Based off Mississippi’s reasonable cost of living index, it would seem more millennials are riding coat tails living at home for so long. This could be true. But what’s also true is that the Magnolia State is known as one of the worst states to raise a family. They also have a n excessive divorce rate and the highest percentage of families in poverty, according to a WalletHub study.

Next: It seems millennials really like their parents in this state

8. Illinois

The state capitol building in Springfield, Illinois.
Living with parents is common in Illinois. | fotoguy22/iStock/Getty Images
  • Percent still living at home: 37%
  • Cost of living index: 92.5

Illinois is another state with a high rate of kids still living with their parents. In fact, 37% have made a return trip home — despite cost of living being reasonable in the area. We see no reason why these young adults can’t move into a more age-appropriate co-living situation with roommates to cut living expenses.

Next: Lazy millennial, or savvy saver?

7. Pennsylvania

University of Pennsylvania in Philadelphia
University of Pennsylvania in Philadelphia | F11photo/iStock/Getty Images
  • Percent still living at home: 37%
  • Cost of living index: 101.5

There’s no doubt that a sizable chunk of the millennial generation is appropriately labeled as “entitled” and “lazy.” The vast number of post-grads living at home for two or more years doesn’t help debunk the stereotype.

In Pennsylvania, 71% of graduates are saddled with roughly $34,798 in student loan debt according to the same ValuePenguin survey. It’s no wonder these adults are opting for better financial security at home than away (at least that’s what we hope they’re doing)!

Next: Relaxin’ retirees and moochin’ millennials

6. Florida

Highway Seven Mile Bridge Traffic at Sunrise
Florida | SEASTOCK/iStock/Getty Images
  • Percent still living at home: 38%
  • Cost of living index: 98.9

Retired snowbirds account for a sizable chunk of Florida’s population, but so do young adults living at home. Simply Self-Storage says 38% of young adults are moving their boxes back home during their 20s and 30s in Florida, despite a near average cost of living.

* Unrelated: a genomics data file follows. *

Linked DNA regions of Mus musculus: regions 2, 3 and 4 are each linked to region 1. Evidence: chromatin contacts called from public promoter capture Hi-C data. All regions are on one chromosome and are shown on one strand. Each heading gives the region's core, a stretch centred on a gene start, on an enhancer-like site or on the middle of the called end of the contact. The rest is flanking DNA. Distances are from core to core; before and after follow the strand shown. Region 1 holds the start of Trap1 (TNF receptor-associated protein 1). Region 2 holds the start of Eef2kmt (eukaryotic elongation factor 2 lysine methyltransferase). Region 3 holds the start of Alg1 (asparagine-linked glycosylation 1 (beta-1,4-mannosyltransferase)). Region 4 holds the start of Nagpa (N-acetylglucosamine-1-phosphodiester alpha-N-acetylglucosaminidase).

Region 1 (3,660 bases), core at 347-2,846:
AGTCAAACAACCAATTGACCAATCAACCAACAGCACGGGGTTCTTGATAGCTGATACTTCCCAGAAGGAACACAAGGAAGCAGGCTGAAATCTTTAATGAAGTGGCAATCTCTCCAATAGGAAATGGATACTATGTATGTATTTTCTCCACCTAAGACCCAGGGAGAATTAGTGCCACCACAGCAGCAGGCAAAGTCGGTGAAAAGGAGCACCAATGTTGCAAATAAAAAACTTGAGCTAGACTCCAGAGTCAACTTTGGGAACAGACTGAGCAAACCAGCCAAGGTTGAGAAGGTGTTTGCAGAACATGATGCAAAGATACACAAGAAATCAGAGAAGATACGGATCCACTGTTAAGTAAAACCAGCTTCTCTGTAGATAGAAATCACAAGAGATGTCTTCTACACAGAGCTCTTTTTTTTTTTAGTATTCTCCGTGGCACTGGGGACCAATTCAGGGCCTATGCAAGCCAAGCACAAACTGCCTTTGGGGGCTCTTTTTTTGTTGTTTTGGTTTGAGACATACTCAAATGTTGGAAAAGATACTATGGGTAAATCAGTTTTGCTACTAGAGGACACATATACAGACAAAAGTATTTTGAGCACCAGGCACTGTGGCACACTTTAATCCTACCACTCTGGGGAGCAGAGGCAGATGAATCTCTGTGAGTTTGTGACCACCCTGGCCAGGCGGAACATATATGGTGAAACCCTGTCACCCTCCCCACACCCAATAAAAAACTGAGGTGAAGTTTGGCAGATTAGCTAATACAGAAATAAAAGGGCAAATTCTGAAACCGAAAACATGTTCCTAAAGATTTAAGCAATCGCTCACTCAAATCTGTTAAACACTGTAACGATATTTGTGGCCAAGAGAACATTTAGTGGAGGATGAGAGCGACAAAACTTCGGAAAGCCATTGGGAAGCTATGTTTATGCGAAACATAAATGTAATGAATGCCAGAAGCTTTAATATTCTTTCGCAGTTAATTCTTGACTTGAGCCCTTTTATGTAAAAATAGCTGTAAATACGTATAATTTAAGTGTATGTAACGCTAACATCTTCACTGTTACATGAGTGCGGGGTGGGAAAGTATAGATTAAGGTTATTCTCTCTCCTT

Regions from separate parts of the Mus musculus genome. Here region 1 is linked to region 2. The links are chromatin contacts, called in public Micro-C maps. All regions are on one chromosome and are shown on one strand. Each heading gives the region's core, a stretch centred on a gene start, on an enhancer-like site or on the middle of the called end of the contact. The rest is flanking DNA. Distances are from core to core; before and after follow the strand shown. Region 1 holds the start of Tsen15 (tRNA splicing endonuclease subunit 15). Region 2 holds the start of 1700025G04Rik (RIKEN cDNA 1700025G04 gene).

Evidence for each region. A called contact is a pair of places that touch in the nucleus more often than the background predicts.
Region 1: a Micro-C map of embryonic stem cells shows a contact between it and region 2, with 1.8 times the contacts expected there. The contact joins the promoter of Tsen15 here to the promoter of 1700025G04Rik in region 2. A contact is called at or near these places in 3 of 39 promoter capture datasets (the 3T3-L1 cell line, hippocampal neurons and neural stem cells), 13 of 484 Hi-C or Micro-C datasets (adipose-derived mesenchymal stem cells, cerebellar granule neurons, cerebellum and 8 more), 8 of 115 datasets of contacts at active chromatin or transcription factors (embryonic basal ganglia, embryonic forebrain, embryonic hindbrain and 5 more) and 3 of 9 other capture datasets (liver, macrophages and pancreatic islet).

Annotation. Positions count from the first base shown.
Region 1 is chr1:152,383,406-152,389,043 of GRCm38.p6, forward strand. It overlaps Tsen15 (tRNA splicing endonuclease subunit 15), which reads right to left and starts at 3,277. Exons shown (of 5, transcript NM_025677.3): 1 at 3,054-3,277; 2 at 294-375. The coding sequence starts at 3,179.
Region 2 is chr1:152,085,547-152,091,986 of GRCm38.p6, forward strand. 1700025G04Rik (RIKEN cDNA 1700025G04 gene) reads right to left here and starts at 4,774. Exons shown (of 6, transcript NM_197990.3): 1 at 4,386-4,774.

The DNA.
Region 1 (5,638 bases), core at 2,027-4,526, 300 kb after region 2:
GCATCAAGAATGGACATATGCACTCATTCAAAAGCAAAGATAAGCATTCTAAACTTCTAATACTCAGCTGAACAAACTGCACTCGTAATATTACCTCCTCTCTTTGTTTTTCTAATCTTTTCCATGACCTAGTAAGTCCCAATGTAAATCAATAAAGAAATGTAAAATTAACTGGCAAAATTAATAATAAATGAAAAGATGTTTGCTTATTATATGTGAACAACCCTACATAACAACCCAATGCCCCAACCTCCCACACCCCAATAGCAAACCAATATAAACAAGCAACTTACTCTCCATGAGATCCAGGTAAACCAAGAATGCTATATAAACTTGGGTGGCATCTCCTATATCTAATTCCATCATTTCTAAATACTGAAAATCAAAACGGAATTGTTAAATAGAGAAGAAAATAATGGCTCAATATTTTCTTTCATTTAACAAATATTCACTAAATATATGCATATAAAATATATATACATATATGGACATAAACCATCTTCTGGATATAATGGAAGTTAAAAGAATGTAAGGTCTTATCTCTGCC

Next: Buying your own home is tough in this state

5. California

Long Beach
Young people can’t afford to move out in California | LUNAMARINA/iStock/Getty Images
  • Percent still living at home: 38%
  • Cost of living index: 140.5

California boasts the highest cost of living of all 50 states, so it’s understandable why 38% percent of millennials are opting to move back home post-graduation. Zillow puts the median price of a California home at a staggering $495,000 – – a price tag few young adults could swing on an entry-level salary.

Next: The issue with living at home in Maryland

4. Maryland

Baltimore, Maryland, USA
Maryland parents should cut the cord | SeanPavonePhoto/Getty Images
  • Percent still living at home: 39%
  • Cost of living index: 128.3

By this point, we’ve covered nearly every state bordering Maryland, so why not include it as well? Thirty-nine percent of parents in the Old Line State still house their adult children. The state does rank high for cost of living, but unemployment, the housing market, and student loan debt ring average. So, surface level data would suggest these millennials are simply delaying adulthood for as long as possible.

Next: More young adults trying to delay adulthood

3. New York

The New York City skyline.
The New York City skyline. | fietstouring/iStock/Getty Images
  • Percent still living at home: 40%
  • Cost of living index: 134.1

Moving back into your old bedroom may be a total drag, but it can be worthwhile if you’re able to set aside some money for future endeavors. Getting ahead is tougher in New York, whic possesses a cost of living that’s 34% higher than the national average. It seems 40% of young people hope to combat such an uphill battle by living at home and avoiding reality for a while longer.

Next: Over 40% of millennials still live at home in this state

2. Connecticut

Hartford, Connecticut skyline
Hartford, Connecticut | SeanPavonePhoto/ Getty Images Plus
  • Percent still living at home: 42%
  • Cost of living index: 124.9

Not to be outdone by the other New England states making appearances on this list, Connecticut has a shockingly large percentage of young adults still living under their parent’s roof. Then again, maybe the data isn’t that shocking. It, too, suffers from an uncomfortably high cost of living, which is sure to scare a few millennials from cutting the cord completely.

Next: The state with the highest rate of millennials still living at home with their parents

1. New Jersey

boat in water
More millennials live with their parents in New Jersey than any other state. | Spencer Platt/Getty Images
  • Percent still living at home: 47%
  • Cost of living index: 120.5

Survey data revealed almost half — yes, half — of respondents in New Jersey still lived with their parents. A high level of unemployment, a debilitating amount of student debt, and costly home prices in the state all combine to create the perfect recipe for live-in adult children. This unfortunate reality suggests parental living arrangements won’t change anytime soon in Jersey.

Follow Lauren on Twitter @la_hamer.